Now, you might wonder why I do believe that getting NoSQL support in (popular) frameworks is an important step. For the last year or so, the NoSQL stores have been under scrutiny for their technical value and I’d say that, by now, this phase is almost over. Next came the business validation and there are good signs that NoSQL world sees some traction there too.

So, what is left? The simple answer is bringing NoSQL to the people. And by this I mean making it easy to adopt one or the other NoSQL solution and having seamless and standardized integration with existing frameworks and tools. Making it easy to switch from classical RDBMS based solutions to NoSQL solutions or even hybrid SQL-NoSQL solutions is both important and critical for adoption. Ease of adoption will bring us a lot of new use cases and that will make further adoption even easier. And that is the guarantee for a bright NoSQL future.

Update: Even if there were ways to use NoSQL solutions with Django (take for example this intro to using CouchDB with Django), I think the new integration layer will make things feel more natural. I read that here is already a CouchDB Django database adapter and also a demo of using MongoDB with Django. And I bet more will come, so keep an eye on our list of NoSQL libraries.

Drizzle Replication: Opening the Doors to Hybrid Solutions

I don’t know how many have heard of or used Drizzle [1], the MySQL engine optimized for cloud and net applications, but there seems to be some activity (from Marcus Eriksson) around creating Drizzle replication to different NoSQL stores: Project Voldemort and memcached [2] or Cassandra [3].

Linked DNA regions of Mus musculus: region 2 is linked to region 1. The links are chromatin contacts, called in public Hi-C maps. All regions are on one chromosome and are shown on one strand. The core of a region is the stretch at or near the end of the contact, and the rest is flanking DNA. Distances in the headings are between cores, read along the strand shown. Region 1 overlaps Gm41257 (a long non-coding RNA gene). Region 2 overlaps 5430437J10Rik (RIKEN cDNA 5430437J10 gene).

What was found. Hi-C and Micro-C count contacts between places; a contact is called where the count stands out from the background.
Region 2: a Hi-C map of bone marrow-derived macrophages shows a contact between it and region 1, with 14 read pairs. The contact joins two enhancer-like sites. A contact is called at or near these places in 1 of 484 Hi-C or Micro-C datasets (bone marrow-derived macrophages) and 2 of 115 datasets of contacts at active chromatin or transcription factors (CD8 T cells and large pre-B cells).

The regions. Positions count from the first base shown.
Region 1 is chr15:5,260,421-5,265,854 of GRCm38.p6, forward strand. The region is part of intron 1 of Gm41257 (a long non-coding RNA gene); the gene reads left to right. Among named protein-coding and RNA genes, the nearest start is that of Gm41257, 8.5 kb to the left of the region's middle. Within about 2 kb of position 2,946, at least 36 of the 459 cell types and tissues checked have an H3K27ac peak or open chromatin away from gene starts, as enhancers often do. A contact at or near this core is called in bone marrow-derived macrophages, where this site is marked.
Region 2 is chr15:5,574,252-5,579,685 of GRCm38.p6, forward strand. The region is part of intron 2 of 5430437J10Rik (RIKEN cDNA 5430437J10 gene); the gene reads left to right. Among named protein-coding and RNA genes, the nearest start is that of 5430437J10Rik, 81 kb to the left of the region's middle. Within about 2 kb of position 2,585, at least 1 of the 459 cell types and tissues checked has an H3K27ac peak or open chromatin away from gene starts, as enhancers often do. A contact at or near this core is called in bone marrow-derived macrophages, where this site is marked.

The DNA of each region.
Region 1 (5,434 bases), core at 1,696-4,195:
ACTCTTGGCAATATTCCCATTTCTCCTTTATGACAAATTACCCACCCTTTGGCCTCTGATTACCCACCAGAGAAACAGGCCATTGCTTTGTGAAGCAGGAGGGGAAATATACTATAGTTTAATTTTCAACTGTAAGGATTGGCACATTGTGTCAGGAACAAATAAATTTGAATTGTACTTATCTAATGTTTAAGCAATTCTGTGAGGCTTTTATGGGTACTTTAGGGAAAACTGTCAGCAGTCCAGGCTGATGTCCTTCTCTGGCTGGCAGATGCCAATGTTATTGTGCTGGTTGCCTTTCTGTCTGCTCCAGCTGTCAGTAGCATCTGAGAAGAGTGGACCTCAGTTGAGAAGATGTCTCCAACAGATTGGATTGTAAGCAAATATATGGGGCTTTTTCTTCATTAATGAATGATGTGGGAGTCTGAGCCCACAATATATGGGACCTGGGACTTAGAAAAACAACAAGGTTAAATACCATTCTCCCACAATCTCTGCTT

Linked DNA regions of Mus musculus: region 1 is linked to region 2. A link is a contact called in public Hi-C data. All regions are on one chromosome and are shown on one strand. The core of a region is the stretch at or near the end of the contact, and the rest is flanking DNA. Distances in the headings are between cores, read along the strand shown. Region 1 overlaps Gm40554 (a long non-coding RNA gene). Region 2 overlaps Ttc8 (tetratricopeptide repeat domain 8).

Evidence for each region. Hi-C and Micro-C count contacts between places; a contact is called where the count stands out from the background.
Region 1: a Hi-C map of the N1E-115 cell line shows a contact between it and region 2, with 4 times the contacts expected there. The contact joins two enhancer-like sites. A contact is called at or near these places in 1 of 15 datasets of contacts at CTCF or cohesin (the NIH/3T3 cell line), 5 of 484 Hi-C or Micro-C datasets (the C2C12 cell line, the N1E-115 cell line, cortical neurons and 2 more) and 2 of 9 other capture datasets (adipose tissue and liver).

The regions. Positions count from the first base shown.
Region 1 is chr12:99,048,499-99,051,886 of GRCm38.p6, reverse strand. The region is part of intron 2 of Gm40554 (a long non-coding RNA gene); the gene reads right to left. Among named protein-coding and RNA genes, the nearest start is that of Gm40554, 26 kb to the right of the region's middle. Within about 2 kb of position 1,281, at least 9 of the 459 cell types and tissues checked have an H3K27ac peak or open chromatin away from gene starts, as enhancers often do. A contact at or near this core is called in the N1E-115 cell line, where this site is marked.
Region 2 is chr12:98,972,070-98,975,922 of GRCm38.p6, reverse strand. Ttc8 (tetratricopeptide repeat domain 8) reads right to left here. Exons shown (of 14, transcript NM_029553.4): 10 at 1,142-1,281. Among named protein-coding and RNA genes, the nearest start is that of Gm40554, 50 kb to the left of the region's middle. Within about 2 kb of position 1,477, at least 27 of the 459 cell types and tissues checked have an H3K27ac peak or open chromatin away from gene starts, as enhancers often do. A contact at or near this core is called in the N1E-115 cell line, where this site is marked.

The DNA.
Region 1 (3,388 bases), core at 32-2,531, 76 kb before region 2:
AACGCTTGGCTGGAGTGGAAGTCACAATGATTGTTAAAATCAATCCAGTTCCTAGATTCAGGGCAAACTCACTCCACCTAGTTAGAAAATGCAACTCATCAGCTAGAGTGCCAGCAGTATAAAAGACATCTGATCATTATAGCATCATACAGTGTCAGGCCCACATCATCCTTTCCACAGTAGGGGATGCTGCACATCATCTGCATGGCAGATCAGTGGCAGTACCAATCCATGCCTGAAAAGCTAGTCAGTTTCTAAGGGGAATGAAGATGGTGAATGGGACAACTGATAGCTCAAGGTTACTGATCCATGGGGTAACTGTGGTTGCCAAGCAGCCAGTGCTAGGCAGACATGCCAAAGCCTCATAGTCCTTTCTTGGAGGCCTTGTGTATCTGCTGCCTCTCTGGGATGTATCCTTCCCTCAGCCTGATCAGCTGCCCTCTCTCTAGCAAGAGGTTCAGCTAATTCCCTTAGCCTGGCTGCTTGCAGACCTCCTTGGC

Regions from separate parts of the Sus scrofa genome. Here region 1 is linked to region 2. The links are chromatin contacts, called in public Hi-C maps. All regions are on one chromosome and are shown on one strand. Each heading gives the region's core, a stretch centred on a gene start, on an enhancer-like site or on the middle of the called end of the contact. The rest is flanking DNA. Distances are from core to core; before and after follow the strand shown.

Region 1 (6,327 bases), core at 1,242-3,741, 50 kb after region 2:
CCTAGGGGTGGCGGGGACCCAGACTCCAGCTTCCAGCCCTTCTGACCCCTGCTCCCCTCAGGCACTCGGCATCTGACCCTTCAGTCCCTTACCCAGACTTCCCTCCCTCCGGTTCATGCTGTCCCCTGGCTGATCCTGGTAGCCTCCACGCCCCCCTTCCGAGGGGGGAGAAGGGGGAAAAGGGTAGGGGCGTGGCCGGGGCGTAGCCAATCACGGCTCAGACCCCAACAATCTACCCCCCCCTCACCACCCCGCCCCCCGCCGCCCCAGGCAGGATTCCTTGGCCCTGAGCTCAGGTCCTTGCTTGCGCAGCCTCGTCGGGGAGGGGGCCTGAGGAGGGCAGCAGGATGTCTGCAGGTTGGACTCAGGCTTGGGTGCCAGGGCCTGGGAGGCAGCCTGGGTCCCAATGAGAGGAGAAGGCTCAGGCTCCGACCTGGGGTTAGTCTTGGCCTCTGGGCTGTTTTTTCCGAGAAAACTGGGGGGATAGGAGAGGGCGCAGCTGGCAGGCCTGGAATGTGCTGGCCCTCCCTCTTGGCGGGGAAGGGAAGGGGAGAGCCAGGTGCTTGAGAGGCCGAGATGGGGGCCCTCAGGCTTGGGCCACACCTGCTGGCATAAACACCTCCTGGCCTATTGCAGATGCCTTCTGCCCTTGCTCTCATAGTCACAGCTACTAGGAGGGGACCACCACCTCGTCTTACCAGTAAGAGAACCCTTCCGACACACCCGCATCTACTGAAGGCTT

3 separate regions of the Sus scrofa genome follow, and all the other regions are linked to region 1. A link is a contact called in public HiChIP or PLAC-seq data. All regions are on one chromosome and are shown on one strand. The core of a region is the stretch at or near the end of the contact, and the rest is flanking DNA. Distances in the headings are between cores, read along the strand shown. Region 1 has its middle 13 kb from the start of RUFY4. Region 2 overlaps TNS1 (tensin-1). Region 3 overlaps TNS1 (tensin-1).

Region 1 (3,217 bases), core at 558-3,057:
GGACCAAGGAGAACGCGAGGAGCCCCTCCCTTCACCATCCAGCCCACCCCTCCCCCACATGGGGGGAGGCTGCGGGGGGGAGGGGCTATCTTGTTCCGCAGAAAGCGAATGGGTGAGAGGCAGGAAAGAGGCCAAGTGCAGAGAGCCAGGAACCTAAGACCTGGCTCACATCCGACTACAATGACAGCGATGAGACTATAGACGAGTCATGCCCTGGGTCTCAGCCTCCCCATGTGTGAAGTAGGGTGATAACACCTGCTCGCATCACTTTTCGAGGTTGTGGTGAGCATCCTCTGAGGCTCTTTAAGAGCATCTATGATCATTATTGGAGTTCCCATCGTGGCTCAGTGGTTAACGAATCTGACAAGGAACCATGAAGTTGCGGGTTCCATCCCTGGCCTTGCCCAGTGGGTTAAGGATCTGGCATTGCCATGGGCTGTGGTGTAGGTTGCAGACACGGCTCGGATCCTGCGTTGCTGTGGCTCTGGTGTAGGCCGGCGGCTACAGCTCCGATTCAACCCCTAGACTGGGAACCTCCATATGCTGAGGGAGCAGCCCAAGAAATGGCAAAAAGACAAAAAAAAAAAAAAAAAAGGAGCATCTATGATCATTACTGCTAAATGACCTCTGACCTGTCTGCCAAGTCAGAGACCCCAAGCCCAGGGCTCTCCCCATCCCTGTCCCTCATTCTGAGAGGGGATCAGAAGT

Leaving aside the technical details — which are definitely interesting [4], the solution using the Erlang AMQP [5] implementation RabbitMQ [6] — I think this replication layer could represent a good basis for SQL-NoSQL hybrid solutions, which is a direction we’ve mentioned before: Introducing the Oracle-SimpleDB Hybrid

It would be interesting to hear other stories from those that are investigating the NoSQL hybrid solutions.

And while we are at MySQL engines, I thought I should also mention this question from Ilya Grigorik (@igrigorik):

anyone try or using TokuDB [7]? drop in MySQL engine using fractral trees, claims 10-50x over InnoDB, etc.

A NoSQL "Friendly" RDBMS

I said it all ☞ before (indeed no (Ruby) code at that time).

And there are still opinions against it: [1] (last part) and [2].


Introducing the Oracle-SimpleDB Hybrid

I have been building an eventually-consistent, multi-master data store at Netflix. This system is comprised of an Oracle replica and several SimpleDB replicas.

I think that loading 1 Billion Rows into Amazon SimpleDB was part of the experiment.